Sigma 7: Wally Schirra

24 10 2012

If you’ve got flash (sorry, iPhone users), you can visit the nifty interactive site that NASA posted to celebrate 50 years of Americans in orbit. I’m kind of sad that it didn’t come with a Wally Schirra action figure or at least a vintage board game.

Wallpaper Wednesday (l’Observatoire de Paris-Meudon)

24 10 2012


l’Observatoire de Paris-Meudon. Photo credit: Matthieu Bourdon

Today’s image is an HDR photograph of the Observatory of ParisMeudon. In 1875, when this branch of the Paris Observatory was founded, Meudon stood outside Paris, in a wooded area against the Seine. Today, Meudon is more of a Parisian suburb (though officially in the arrondissement of Boulogne-Billancourt) and probably best known to foreign tourists as the location of the Musée Rodin Meudon at the Villa des Brillants.

While I was doing research on an unrelated topic this week, I came across several mentions of the Meudon observatory in old astronomical bulletins. I am a big fan of the 19th-century version of the Publications of the Astronomical Society of the Pacific. Each edition is a snapshot of the state of astronomy at the time. The A.S.P.’s founder and president, Edward S. Holden, was a prolific writer (well, he had help from observatory staff) and he culled information from other scientific publications, correspondence with other astronomers, and his own travel and research notes to add to each issue of the Publications. For example, here’s a description of the Meudon observatory as reported by Lieutenant Winterhalter:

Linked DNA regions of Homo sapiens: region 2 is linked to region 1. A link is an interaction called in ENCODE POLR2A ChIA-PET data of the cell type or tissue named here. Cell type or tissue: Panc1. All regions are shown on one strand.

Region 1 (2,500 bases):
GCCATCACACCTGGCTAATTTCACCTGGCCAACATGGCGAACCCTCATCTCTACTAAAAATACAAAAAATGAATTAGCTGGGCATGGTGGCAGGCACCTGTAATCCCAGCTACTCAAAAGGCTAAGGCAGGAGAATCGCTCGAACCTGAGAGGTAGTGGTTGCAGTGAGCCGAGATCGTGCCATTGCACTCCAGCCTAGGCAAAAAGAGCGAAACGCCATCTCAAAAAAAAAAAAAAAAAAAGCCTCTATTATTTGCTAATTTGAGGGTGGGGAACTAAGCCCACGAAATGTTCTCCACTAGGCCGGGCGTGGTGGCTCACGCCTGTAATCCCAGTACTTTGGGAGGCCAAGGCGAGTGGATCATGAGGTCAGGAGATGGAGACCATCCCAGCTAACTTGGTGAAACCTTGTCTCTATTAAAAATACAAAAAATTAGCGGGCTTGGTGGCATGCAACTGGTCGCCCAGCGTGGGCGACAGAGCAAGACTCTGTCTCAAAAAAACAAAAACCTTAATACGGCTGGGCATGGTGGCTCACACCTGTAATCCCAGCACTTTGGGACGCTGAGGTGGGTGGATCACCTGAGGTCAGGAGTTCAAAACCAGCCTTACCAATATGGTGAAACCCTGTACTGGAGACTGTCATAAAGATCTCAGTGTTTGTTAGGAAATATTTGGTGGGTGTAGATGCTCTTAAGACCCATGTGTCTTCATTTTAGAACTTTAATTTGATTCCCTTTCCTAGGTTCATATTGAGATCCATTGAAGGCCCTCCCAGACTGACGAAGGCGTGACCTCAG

The Physical Observatory of Meudon (near Paris).*

The accompanying cut is copied from Lieut. Winterhalter’s Report on European Observatories by the kind permission of the Superintendent of the U. S. Naval Observatory (See Publ. A. S. P., Vol. Ill, page 40). The note here given is condensed from the text of Lieut. Winterhalter’s Report.